Note that a typical text contains a lot of neutral passages that can “dilute” the sentiment of the whole text.

Item sentiment

In addition to sentiment of text, we can return so-called item sentiment – sentiment related to entities or relations. Note that at this moment, the sentiment of items is derived from the sentiment of sentences the items occur in. That obviously has some implication. For example, a positively judged entity in an sentence which is negative overall will be assigned a negative sentiment. Therefore actor would be assigned negative sentiment in the following sentence Even the talented actor could not make up for the absolutely disastrous script.

Sample call

You can easily try it yourself:

# On Windows, use \" instead of " and " instead of '
curl -X POST https://api.geneea.com/v3/analysis \
-H 'Authorization: user_key <YOUR USER KEY>' \
-H 'Content-Type: application/json' \
-d '{
    "id": "1",
    "text": "The trip to London was amazing. Only the food was weird. Especially the pizza was terrible.",
    "analyses": ["sentiment", "entities", "relations"],
    "returnItemSentiment": "true",
    "domain": "voc-hospitality"
}'

You should get the following response:

{
    "id": "1",
    "language": {"detected": "en"},
    "entities": [
        {"id": "E0", "gkbId": "HSP-1091", "stdForm": "pizza", "type": "food"}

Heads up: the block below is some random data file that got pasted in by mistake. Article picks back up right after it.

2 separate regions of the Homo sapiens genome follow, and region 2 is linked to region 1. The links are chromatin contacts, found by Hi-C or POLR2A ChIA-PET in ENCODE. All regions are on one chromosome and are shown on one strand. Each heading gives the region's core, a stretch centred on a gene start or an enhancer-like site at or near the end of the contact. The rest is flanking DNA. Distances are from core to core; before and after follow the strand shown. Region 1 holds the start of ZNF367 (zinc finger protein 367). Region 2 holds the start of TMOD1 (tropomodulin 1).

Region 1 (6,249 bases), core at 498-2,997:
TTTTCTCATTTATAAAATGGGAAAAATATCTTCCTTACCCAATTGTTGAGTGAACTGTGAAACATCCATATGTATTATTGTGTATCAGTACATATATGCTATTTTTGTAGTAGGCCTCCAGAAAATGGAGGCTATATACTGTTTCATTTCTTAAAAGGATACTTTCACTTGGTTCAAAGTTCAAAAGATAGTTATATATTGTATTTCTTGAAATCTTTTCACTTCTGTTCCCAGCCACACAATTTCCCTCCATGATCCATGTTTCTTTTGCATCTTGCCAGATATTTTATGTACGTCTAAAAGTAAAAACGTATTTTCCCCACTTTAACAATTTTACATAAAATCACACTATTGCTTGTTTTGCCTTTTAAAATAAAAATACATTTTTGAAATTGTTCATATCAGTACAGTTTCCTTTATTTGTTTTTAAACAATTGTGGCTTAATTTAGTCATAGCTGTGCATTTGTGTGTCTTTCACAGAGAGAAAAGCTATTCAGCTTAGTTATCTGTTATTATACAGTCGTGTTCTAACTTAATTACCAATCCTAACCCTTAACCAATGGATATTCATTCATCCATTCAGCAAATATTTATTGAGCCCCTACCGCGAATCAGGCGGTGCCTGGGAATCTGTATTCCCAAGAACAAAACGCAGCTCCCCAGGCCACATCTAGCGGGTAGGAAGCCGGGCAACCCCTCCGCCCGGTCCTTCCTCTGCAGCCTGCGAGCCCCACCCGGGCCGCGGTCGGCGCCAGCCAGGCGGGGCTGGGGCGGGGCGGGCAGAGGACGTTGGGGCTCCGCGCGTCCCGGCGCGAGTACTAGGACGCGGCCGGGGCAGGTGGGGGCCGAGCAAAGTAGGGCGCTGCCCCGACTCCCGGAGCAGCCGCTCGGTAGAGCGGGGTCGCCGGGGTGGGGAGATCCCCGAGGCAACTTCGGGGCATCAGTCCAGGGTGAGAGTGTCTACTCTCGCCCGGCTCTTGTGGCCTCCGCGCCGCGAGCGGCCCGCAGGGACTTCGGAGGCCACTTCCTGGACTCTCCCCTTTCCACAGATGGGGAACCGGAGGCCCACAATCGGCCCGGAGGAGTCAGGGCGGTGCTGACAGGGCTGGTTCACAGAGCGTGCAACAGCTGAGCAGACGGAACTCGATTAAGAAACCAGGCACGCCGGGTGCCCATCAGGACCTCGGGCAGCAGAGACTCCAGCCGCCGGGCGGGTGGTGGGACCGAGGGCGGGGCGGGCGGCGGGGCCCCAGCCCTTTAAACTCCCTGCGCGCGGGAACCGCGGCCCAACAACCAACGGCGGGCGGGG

],
    "relations": [
        {"id": "R0", "name": "amazing", "textRepr": "amazing(trip)", "type": "ATTR", "args": [{"type": "SUBJECT", "name": "trip"}], "feats": {"negated": "false", "modality": ""}},
        {"id": "R1", "name": "weird", "textRepr": "weird(food)", "type": "ATTR", "args": [{"type": "SUBJECT", "name": "food"}], "feats": {"negated": "false", "modality": ""}},
        {"id": "R2", "name": "terrible", "textRepr": "terrible(pizza)", "type": "ATTR", "args": [{"type": "SUBJECT", "name": "pizza", "entityId": "E0"}], "feats": {"negated": "false", "modality": ""}}
    ],
    "docSentiment": {"mean": -0.1, "label": "negative", "positive": 0.2, "negative": -0.3},
    "itemSentiments": {
        "E0": {"mean": -0.5, "label": "negative", "positive": 0.0, "negative": -0.5},
        "R0": {"mean": 0.5, "label": "positive", "positive": 0.5, "negative": 0.0},
        "R1": {"mean": -0.4, "label": "negative", "positive": 0.0, "negative": -0.4},
        "R2": {"mean": -0.5, "label": "negative", "positive": 0.0, "negative": -0.5}
    },
    "usedChars": 100
}

You can see that

  • the whole document is judged as slighly negative ("docSentiment": {"mean": -0.1, "label": "negative", ...}),

  • with some positive ("docSentiment": { ... "positive": 0.2 ... }) and some negative aspects ("docSentiment": { ... "negative": -0.3})

  • pizza is judged as negative ("E0": {"mean": -0.5, "label": "negative", "positive": 0.0, "negative": -0.5})

  • amazing trip is judged as positive ("R0": {"mean": 0.5, "label": "positive", "positive": 0.5, "negative": 0.0})

  • weird food is judged as negative ("R1": {"mean": -0.4, "label": "negative", "positive": 0.0, "negative": -0.4})

  • terrible pizza is judged as negative ("R2": {"mean": -0.5, "label": "negative", "positive": 0.0, "negative": -0.5})

Customization

We can customize our sentiment analysis to your needs.